Accounts like Saint Hoax, which has 2.9 million Instagram followers, were early advocates of promoting pandemic safety measures, like social distancing, washing hands and wearing masks.

Platforms like Instagram, TikTok, Twitter and YouTube partnered with the World Health Organization to inform users about limiting the spread of the coronavirus and to dispel misinformation. Sans noted that health information was especially well received on Instagram when it was delivered via meme.

But it doesn’t mean that viewing memes will wipe anxiety entirely. Myrick’s takeaway was that people can better curate their social media feeds to cope with stress. The fact that participants who viewed cute memes reported more positive emotions than participants who only saw text boxes points to how different types of content can influence mood.

Early last year, the World Health Organization recommended limiting media consumption about the coronavirus to mitigate stress. It’s unreasonable to avoid stressful content entirely — reading news articles about Covid-19, natural disasters or political updates is necessary for staying informed. 

Medical experts, like those at the Cleveland Clinic, recommend a variety of tools to manage stress: from meditating to deep breathing exercises to taking a walk. Some of those techniques, Myrick pointed out, may not be feasible in the moment.

But looking at wholesome content — like the baby animal memes the researchers showed to participants — can be an easy respite from the cacophony of online discourse and breaking news. Cutesy content may seem frivolous, but it can be used as a “quick intervention” throughout the day for a small mood boost. 

This study, Myrick said, indicates how people can navigate social media more mindfully. Rather than endlessly doomscrolling through headlines and catty Facebook arguments, Myrick encouraged users to be aware of how they feel when they consume certain types of content. If you can feel anxiety bubbling up when reading articles about vaccination rates, don’t read the dicey comment section when you’re done. Instead, take a break and watch some cat videos on TikTok.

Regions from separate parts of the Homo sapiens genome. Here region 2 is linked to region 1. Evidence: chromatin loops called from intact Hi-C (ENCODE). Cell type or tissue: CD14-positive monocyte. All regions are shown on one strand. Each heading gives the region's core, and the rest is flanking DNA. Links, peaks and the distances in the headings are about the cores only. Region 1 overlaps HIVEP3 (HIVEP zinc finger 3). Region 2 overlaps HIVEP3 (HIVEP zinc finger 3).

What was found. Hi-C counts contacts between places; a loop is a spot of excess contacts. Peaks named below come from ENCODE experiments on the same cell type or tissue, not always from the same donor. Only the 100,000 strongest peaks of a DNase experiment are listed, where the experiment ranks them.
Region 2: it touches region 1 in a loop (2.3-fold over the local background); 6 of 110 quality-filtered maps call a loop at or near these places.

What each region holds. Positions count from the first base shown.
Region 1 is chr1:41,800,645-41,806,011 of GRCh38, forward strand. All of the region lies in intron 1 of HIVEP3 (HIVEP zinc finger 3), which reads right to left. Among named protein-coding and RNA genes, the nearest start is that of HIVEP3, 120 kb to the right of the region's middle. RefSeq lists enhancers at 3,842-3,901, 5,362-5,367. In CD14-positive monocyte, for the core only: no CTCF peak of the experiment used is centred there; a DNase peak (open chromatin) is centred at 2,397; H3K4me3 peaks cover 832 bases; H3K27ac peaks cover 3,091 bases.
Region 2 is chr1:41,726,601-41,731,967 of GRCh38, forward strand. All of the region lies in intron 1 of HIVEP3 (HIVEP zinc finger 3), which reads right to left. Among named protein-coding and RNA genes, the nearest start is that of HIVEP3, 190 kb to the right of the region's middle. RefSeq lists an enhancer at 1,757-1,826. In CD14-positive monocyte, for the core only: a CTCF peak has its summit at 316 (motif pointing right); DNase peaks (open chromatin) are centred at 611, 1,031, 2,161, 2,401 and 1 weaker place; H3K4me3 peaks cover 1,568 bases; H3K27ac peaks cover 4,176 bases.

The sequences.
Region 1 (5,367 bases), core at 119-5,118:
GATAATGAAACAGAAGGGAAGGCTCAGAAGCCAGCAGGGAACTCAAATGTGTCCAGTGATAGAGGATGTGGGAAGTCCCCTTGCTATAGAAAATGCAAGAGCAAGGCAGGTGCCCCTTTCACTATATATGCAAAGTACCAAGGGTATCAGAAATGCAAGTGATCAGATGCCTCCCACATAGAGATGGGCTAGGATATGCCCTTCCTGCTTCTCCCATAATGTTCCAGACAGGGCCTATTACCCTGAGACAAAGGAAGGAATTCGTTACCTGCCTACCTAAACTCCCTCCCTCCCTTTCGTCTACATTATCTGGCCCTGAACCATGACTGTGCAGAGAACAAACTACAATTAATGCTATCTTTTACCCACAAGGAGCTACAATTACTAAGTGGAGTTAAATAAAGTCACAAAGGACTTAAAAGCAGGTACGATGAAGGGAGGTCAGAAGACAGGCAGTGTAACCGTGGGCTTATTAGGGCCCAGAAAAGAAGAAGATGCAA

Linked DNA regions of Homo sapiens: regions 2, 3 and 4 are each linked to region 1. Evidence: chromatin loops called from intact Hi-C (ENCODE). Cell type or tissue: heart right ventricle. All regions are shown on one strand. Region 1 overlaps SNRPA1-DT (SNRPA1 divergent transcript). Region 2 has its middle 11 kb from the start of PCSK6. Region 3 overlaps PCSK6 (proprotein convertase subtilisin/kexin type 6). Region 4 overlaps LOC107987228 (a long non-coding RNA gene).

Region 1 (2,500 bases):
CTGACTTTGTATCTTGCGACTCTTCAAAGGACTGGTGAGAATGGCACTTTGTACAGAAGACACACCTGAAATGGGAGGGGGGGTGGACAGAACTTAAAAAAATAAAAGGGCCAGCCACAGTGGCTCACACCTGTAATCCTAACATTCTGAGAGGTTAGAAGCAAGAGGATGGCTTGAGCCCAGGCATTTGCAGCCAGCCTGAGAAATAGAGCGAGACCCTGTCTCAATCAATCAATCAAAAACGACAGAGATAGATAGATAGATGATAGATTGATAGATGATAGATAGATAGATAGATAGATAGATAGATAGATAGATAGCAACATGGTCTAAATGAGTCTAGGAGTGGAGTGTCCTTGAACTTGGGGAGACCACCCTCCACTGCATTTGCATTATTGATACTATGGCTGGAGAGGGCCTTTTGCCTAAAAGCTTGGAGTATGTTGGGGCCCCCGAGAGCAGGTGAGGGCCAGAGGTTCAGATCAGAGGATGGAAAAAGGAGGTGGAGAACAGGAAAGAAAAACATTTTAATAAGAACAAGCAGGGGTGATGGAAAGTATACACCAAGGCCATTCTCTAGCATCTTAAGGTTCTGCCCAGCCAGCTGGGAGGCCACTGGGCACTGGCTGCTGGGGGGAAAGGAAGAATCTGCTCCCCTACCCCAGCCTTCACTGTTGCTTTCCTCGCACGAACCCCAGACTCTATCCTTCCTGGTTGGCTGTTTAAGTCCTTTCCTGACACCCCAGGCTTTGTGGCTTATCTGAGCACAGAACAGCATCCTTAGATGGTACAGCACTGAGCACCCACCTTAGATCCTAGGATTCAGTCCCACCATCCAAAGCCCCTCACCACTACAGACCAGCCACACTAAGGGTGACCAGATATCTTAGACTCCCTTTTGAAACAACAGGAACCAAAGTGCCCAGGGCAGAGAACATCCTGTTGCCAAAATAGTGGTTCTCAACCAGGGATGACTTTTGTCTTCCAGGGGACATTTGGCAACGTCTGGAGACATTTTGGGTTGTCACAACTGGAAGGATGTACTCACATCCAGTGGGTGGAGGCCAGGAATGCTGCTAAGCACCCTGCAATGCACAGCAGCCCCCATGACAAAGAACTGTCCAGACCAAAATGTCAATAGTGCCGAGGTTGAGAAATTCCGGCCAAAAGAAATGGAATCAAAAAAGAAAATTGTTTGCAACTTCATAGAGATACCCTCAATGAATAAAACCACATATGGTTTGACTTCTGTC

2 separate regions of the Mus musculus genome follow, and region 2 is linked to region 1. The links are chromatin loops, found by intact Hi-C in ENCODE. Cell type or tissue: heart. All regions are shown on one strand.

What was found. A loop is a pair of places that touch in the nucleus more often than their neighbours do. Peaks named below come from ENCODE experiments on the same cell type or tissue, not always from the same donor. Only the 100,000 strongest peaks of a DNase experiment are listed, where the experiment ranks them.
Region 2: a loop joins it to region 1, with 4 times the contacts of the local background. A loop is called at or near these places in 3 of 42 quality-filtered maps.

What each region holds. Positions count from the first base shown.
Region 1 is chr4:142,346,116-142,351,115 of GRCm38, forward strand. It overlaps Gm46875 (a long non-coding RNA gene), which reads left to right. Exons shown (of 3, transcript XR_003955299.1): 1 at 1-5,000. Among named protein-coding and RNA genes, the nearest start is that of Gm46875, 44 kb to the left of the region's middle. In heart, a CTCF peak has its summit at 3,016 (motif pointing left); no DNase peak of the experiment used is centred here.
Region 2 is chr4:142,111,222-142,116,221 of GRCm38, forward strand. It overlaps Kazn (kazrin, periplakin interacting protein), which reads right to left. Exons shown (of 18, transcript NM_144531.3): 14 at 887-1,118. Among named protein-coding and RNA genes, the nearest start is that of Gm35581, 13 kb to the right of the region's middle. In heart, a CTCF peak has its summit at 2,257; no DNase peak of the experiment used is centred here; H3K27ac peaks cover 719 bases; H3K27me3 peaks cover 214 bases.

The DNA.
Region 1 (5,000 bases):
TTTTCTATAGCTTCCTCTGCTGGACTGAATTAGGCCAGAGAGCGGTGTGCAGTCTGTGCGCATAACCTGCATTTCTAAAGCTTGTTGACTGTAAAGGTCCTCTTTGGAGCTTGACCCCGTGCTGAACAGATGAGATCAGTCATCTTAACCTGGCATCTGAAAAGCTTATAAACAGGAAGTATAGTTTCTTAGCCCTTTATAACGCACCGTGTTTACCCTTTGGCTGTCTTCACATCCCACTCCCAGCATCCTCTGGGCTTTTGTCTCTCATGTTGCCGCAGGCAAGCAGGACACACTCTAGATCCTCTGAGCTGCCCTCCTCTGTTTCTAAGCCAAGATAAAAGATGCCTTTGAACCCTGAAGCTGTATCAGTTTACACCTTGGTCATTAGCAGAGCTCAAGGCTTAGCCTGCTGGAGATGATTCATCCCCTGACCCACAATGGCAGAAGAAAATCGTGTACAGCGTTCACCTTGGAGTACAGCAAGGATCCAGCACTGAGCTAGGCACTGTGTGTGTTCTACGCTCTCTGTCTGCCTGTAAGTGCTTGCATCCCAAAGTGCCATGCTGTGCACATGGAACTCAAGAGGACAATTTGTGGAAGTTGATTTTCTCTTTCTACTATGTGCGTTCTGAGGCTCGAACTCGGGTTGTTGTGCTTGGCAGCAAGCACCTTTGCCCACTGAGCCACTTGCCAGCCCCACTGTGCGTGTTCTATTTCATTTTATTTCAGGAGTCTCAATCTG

“It’s OK to start doomscrolling, but [important] to notice it eventually and think about why you are doing that,” Myrick added. “Maybe it’s because you had a bad day or something difficult happened at work, or you had seen too much bad content. Understand, ‘I need to take a break or switch media types.’”

Myrick also recommended curating your social media feeds to include wholesome content, whether that means using platforms differently or making an effort to follow certain accounts so stressful content is peppered with more positive content.

Sans noted that he isn’t a mental health expert, but he said he finds it helpful to follow mental health meme creators on Instagram to mitigate stress. These accounts often post affirmations, remind followers to take a break from doomscrolling and normalize taking care of mental health with refreshingly honest content.

The creator Aiden Arata, for example, is known for posting surreal guided meditations that are as funny as they are soothing.

Social media can take a toll on mental health, between promoting unattainable beauty standards to reducing human communication to enraged quote tweets.

The study, however, suggested that you don’t need to remove yourself from social media entirely. You may just need to temporarily disengage, take a breather with some wholesome content and come back later.

While many dismiss online media, as well as the research surrounding it, as silly, Myrick sees it as an increasingly important tool — especially during periods of isolation.

“It is not a frivolous endeavor to be looking at memes, because you know that other people are laughing at this, too,” Myrick said. “You can share it and bring the ability to cope with stress to other people, too. It’s not just a waste of your time to look at.”